Post #117: One Man Book Club, Part Three (Herman Koch’s “The Dinner”)

Book Reviews

dinnerI know, I know. You’ve been salivating for the next installment of our series One Man Book Club (for the un-initiated, prior to now we’ve discussed Pride and Prejudice and The Family Fang). Lucky for you, so has our beloved intern here at The Almost Right Words, Zane Kai, who suggested we read Herman Koch’s The Dinner. We did so, and the other day, as has been our custom, Zane and I caught up over a cup of coffee on our work breaks and had a discussion about the book, which Zane recorded for posterity. Namely, for you.

Zane Kai: Well, well, well.

Benjamin: Well, well, well? What’s that supposed to mean?

Zane Kai: It’s supposed to mean, mister, that it has been way too long since our last book club chat and it’s about time! Readers have been getting in touch and requesting more!

Benjamin: Don’t get too excited Zane.

Zane Kai: Well, darnit, I am excited! I’ve missed our little chats and I am just DYING (puts hand over heart) to hear what you thought of The Dinner.

Benjamin: I’m actually pretty curious to hear what you thought about it as well, because, to be honest, I can’t really decide. What a strange book, don’t you think?

Zane Kai: I do think! It was almost like reading several books at once, the way it blends genres and tones.

Benjamin: Yeah, agreed. It begins as a sort of set piece, almost like a one-act play. These people are going out to dinner. The narrator and his wife and another couple, who there’s clearly tension with. It then turns out to be his brother and his brother’s wife.

Zane Kai: And the brother isn’t just his brother, but is also a big time candidate for a major political position and, unless I’m wrong, they’re on the cusp of some major election cycle.

Benjamin: Yeah. I think that’s right.

Zane Kai: And then, since we’re sort of summarizing, the dinner itself starts and, it’s narrated in first person, and the narrator is reacting to lots of things, commenting on the cost of the food at the restaurant, the overbearing wait staff, and how annoyed he is that he knows the whole place will be in awe of the fact that his brother, the famous politician, is eating there. It’s all very domestic at first.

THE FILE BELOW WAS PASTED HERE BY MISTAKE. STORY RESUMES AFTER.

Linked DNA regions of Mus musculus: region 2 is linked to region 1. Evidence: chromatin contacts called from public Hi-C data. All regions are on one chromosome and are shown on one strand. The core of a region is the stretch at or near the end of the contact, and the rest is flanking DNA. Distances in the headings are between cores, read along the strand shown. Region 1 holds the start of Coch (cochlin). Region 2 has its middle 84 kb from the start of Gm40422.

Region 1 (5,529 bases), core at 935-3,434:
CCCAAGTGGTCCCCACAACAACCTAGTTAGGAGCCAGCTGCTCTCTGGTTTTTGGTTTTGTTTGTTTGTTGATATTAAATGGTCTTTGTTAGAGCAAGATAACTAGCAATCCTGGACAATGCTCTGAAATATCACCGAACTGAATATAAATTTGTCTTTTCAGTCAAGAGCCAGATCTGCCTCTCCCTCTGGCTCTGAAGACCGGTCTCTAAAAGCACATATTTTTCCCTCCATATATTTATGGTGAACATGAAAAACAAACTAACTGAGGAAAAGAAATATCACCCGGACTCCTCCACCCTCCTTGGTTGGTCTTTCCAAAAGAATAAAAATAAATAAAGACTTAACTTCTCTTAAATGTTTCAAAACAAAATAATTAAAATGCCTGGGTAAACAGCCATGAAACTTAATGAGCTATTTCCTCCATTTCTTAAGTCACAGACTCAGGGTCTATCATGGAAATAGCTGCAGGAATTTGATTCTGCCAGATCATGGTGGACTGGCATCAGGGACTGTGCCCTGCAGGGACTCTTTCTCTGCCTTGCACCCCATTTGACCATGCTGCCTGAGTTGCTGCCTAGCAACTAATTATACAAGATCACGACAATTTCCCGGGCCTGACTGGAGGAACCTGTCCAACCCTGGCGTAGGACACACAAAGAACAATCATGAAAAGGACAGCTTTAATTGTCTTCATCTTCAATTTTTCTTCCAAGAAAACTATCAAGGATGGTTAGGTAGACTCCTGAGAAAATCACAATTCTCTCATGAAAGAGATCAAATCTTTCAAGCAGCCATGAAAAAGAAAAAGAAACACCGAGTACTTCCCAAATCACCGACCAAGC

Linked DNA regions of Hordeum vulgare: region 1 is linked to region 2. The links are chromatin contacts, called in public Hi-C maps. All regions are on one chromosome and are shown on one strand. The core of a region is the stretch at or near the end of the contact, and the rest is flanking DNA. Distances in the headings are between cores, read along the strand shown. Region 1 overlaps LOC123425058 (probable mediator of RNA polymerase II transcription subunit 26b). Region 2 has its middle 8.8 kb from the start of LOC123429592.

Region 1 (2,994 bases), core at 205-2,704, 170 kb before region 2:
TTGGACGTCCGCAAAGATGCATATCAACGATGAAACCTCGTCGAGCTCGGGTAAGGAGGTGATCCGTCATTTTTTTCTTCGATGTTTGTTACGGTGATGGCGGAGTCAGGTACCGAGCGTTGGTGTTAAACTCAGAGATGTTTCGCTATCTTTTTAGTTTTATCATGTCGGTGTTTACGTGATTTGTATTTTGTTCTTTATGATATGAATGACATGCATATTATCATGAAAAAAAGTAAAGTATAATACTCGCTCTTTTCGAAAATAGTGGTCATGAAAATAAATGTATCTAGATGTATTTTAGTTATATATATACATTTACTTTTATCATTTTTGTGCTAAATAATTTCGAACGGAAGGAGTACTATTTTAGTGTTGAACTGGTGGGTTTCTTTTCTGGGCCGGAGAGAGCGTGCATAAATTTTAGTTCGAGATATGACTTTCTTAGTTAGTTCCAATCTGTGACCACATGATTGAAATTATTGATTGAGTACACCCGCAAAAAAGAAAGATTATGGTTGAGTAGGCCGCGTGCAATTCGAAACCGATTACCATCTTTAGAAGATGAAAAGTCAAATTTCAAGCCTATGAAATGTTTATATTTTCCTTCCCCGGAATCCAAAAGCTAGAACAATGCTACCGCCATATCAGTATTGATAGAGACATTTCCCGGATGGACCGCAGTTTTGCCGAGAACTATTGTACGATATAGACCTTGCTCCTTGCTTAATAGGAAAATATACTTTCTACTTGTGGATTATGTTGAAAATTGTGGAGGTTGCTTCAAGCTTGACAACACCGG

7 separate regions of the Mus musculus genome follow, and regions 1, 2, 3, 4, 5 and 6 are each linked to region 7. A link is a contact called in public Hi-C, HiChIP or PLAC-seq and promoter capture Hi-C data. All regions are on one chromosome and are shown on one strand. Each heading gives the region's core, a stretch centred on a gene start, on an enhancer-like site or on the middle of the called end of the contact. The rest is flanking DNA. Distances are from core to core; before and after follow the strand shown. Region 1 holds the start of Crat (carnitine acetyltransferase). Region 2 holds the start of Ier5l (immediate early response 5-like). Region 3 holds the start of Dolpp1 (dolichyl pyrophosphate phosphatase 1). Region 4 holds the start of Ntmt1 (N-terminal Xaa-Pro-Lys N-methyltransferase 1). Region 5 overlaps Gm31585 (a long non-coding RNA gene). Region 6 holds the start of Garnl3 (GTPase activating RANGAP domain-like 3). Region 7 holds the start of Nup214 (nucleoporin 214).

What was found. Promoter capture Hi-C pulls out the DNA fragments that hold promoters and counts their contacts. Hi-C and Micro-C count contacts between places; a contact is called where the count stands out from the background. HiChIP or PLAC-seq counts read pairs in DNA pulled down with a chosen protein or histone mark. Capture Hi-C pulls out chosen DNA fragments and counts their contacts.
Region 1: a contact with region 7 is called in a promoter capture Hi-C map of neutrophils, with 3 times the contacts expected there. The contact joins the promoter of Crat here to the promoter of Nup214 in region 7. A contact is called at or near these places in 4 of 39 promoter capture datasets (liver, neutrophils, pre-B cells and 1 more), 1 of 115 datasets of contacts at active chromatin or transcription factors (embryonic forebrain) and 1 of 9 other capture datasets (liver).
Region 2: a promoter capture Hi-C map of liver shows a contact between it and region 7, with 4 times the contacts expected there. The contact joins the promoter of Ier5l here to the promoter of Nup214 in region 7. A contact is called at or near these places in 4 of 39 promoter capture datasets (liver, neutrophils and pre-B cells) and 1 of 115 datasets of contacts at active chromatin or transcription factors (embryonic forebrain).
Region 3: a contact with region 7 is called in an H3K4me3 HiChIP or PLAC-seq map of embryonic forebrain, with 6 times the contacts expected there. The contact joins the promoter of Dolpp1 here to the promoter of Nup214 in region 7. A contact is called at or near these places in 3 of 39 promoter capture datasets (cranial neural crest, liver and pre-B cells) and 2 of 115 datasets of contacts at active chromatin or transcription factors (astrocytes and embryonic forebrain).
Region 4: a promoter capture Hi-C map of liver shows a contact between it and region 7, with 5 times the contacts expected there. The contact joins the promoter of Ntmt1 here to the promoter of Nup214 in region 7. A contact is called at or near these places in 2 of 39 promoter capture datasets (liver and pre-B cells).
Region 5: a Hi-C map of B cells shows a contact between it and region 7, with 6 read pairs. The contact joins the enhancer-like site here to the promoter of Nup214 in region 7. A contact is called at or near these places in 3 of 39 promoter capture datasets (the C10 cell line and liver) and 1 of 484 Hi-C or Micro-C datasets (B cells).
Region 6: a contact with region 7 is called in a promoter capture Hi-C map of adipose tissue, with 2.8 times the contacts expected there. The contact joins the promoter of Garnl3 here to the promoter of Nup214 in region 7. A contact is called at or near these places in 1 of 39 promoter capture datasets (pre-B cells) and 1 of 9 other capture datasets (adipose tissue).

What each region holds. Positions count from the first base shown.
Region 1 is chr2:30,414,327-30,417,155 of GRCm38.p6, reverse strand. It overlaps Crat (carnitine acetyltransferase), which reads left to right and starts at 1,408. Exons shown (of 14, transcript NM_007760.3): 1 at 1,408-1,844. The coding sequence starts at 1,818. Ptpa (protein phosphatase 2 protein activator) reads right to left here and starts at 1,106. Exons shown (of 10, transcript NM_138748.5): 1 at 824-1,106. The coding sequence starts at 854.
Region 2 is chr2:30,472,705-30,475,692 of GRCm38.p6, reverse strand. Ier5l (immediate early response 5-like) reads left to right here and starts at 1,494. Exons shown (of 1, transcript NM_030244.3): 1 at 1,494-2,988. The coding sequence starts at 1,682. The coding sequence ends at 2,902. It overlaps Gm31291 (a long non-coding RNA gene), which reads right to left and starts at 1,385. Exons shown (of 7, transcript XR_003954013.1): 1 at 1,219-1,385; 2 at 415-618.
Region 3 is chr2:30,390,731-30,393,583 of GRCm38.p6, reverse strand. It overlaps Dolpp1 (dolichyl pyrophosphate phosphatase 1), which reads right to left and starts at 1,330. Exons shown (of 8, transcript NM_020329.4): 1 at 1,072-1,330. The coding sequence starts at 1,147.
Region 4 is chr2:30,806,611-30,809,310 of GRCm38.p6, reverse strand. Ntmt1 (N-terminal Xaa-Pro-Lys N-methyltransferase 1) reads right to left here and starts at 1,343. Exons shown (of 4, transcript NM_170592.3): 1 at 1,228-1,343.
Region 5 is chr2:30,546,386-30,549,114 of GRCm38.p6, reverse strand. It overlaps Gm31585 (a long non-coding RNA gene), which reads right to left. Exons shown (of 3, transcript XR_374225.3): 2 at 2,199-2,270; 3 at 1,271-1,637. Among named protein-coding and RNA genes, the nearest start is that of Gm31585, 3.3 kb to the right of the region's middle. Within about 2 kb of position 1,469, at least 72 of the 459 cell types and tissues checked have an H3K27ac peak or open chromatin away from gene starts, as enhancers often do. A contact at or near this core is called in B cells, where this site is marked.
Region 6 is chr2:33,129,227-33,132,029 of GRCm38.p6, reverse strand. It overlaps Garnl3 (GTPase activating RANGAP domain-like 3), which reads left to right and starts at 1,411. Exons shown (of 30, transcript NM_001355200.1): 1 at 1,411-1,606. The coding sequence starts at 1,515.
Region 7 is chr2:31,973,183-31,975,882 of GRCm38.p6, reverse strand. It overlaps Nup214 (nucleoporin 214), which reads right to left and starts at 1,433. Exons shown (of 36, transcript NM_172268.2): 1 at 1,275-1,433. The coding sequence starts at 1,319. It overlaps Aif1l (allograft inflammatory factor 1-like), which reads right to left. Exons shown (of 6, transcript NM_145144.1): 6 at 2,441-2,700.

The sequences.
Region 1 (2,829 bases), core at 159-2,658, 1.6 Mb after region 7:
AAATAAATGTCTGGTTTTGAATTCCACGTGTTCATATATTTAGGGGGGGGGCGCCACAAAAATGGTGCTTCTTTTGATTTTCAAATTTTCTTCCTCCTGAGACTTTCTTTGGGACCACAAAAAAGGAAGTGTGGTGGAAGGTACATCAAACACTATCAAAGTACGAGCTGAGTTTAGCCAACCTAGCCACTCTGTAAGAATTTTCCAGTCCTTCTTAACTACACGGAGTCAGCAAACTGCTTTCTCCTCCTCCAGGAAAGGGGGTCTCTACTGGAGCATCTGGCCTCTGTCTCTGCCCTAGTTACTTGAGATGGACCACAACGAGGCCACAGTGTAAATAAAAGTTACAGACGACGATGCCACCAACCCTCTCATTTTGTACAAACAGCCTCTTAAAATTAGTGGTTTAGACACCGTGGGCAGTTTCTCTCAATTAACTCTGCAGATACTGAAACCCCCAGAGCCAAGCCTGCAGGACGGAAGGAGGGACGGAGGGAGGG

Benjamin: Right. Right. Except for a seed of foreshadowing, planted early, that there’s something up with the narrator’s teenage son, it all feels very Cheever and Raymond Carver.

Zane Kai: And then, the bottom drops out.

Benjamin: Yeah. Sort of. Wait. What do you mean?

Zane Kai: Well, there’s kind of a spoiler alert here, don’t you think?

Benjamin: Yeah. Do you think we shouldn’t…

Zane Kai: Uh, hey, if you’re reading this, please know that we’re able to divulge some revealing details about a twist in the book.

Benjamin: So anyway, it turns out that the dinner is not just a dinner. It’s been arranged, and for an urgent conversation, because both couples have recently learned that their teenage sons beat up and killed a homeless person, and have filmed themselves beating up others. The crime has been on the news and footage from the ATM camera where the killing happened, but the footage is grainy and the boys’ faces are obscured, but both parents know immediately it’s their kids and now they’re holding onto this secret, trying to decide what to do with it.

Zane Kai: One thing I wanted to ask you about is how the narrator’s character changes over the course of the novel. At first, he’s a somewhat familiar, overly judgmental narrator, but perhaps no different from you and me. But…

Benjamin: It turns out he’s got major issues of his own.

Zane Kai: I’ll say he’s got issues! He beat up his boss and has some serious anger management issues.

Benjamin: What’s interesting about it is the implication that the narrator, this father, quietly knows that his own violent tendencies and problems controlling his anger, have now gone on to negatively affect his own son, a boy who has not only committed this violent act, this accidental killing, but may not even feel that bad about it.

Zane Kai: Totally.

Benjamin: But, I don’t know…

Zane Kai: What?

Benjamin: Well. It’s a powerful revelation, and in this situation, certainly a haunting one. But from a writerly stand point, it’s a little nail on the head for my taste, you know?

Zane Kai: I disagree! I totally do. I think you’re being too influenced by the intimacy of first person.